Drug tests conducted on teams who participated in the Confederations Cup, a curtain-raiser for next year’s World Cup came out negative, said football’s world governing body FIFA in a statement on Tuesday.
“A total of 131 urine and blood tests were conducted as part of the testing programme,” said the statement.
It said FIFA doping control officers visited all eight participating teams and performed unannounced out of competition tests two months before the competition.
Eight players per team were drawn, which meant that a total of 64 players were tested out of competition .
FIFA Medical officer, Professor Jiri Dvorak said:”Some players were surprised when we woke them up at 7am, but the cooperation of all teams was excellent.”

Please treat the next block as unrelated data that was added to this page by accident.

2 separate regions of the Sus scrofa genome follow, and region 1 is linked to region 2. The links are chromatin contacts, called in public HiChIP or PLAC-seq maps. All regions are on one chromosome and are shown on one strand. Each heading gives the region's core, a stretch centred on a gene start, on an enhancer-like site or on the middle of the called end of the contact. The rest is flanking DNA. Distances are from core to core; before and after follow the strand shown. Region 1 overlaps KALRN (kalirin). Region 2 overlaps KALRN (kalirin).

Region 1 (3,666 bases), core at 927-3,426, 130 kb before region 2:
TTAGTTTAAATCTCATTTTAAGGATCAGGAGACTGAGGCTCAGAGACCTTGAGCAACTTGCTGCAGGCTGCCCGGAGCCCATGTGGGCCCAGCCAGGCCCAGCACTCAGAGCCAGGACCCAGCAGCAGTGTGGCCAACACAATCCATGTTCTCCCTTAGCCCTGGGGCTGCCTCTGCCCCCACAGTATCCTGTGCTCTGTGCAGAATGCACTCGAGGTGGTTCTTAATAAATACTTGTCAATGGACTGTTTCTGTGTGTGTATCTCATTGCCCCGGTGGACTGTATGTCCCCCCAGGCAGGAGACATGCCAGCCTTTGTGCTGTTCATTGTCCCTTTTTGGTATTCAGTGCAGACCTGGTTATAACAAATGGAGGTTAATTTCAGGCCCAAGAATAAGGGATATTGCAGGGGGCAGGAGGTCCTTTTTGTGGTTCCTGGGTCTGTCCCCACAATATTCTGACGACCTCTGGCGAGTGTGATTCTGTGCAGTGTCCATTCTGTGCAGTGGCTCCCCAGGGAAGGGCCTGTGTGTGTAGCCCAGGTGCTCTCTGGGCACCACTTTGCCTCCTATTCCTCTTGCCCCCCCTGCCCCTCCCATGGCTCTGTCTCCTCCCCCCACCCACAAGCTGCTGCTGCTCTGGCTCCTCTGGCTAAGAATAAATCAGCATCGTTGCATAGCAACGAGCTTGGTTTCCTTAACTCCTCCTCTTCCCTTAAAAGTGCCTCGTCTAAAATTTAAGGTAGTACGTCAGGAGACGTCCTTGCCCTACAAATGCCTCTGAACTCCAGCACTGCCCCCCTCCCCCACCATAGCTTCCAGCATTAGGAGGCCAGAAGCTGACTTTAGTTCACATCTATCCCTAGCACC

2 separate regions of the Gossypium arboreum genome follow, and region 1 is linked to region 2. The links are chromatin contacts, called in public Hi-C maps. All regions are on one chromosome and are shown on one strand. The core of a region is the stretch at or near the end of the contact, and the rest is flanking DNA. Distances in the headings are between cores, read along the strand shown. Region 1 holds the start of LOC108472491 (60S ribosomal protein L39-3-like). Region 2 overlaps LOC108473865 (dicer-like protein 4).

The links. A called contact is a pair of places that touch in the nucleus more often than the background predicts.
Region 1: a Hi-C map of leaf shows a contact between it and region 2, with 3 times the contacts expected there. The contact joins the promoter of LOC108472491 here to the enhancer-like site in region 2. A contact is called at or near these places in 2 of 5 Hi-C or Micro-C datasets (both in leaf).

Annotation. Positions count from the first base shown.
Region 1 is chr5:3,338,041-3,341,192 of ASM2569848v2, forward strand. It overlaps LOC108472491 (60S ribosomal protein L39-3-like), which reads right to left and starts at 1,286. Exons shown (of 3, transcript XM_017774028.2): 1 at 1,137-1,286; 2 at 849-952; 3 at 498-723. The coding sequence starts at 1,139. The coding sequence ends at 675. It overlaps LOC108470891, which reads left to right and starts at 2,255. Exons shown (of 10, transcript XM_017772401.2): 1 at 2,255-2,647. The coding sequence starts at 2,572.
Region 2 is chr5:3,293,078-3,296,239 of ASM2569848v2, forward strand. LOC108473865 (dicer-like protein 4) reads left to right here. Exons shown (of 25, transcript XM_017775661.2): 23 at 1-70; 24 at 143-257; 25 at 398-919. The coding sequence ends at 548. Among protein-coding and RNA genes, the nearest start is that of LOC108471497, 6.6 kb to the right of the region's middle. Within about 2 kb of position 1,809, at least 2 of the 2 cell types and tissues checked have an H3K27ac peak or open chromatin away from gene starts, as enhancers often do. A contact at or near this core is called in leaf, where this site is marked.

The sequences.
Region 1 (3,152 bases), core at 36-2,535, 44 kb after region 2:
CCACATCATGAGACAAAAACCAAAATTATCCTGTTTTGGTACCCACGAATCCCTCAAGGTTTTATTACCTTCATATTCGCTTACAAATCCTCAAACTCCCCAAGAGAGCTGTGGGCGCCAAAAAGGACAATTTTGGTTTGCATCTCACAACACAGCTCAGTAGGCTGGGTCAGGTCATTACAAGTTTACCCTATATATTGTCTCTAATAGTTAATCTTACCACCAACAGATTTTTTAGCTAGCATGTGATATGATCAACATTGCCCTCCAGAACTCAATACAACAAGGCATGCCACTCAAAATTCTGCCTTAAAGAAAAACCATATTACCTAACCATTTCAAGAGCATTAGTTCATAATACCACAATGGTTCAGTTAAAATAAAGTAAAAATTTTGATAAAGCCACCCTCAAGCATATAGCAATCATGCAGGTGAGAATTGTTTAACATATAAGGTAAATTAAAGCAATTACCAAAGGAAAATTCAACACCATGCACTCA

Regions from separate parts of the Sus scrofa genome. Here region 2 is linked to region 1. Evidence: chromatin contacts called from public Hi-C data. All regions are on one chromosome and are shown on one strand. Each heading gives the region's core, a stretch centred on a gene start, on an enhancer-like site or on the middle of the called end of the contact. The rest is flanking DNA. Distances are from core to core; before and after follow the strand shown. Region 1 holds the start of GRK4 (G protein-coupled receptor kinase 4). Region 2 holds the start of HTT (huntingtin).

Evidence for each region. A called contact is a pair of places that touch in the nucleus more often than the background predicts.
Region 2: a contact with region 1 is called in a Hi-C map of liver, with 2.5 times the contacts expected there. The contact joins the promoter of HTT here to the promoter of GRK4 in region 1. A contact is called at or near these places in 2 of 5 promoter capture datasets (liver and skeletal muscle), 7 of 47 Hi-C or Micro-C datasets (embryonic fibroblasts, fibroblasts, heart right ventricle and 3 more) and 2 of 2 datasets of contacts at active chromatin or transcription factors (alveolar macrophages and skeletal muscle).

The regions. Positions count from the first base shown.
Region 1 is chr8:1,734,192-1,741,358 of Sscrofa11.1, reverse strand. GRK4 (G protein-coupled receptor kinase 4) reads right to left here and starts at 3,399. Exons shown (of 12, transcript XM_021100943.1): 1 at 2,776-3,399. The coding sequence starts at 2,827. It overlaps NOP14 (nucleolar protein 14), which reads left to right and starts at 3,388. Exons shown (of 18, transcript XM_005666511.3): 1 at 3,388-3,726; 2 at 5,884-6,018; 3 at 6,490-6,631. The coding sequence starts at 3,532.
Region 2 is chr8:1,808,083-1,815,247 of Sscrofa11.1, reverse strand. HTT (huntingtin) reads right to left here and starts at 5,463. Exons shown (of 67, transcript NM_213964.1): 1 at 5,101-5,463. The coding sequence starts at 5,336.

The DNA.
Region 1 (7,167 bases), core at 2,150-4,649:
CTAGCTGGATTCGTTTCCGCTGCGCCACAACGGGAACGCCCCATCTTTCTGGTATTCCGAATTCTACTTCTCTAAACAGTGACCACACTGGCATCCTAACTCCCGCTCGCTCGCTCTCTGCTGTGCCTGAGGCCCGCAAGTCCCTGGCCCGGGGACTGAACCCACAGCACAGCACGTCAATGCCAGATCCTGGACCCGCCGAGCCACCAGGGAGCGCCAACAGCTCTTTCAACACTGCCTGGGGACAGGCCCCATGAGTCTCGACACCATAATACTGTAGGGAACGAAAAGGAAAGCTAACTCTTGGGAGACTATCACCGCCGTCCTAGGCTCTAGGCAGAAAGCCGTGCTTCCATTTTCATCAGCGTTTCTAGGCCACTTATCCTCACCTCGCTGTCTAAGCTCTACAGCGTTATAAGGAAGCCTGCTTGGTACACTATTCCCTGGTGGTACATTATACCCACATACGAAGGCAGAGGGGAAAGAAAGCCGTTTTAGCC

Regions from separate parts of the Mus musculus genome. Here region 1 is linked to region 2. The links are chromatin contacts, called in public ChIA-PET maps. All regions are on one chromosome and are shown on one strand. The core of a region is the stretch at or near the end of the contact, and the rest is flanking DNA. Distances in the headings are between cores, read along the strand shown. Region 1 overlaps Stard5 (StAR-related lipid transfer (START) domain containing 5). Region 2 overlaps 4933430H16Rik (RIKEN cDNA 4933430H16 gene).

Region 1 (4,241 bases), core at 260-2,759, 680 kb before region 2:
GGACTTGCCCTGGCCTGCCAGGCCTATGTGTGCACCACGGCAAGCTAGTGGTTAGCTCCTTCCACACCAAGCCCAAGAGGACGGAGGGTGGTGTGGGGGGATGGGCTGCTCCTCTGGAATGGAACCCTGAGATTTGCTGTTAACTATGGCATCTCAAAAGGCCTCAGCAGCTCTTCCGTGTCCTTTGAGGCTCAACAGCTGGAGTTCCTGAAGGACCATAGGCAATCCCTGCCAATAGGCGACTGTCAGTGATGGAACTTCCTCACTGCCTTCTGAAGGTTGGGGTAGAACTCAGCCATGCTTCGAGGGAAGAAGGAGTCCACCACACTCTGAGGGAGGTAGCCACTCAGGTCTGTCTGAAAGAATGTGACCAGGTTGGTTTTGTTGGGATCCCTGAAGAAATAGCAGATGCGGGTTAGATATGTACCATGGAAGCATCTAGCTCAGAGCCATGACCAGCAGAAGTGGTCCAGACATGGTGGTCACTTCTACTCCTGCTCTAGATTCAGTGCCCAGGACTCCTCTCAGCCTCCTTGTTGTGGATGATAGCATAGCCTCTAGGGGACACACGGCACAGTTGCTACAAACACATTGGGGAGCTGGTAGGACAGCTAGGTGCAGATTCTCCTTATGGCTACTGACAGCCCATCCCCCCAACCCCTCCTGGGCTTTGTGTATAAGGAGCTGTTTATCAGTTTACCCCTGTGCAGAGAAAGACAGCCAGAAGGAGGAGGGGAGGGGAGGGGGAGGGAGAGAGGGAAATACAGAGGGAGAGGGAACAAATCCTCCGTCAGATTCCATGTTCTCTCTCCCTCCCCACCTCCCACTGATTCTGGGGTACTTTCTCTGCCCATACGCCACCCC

During the tournament held from June 14 to June 28, two players a team were randomly selected for doping control at all 16 matches.
“All the usual prohibited substances and methods were searched for in the urine and blood tests, including stimulants, anabolic steroids, diuretics and erythropoietin,” Fifa said.
FIFA was “satisfied” with the teams’ co-operation and the smooth running of the analyses at the South African Doping Control Laboratory in Bloemfontein.
“The results of the testing programme show that high performances are possible in top-level football without the use of prohibited substances or methods.”
Since 1994 about 6,483 doping tests have been performed in FIFA final competitions and only three players have tested positive for a prohibited substance doping tests, said the statement.
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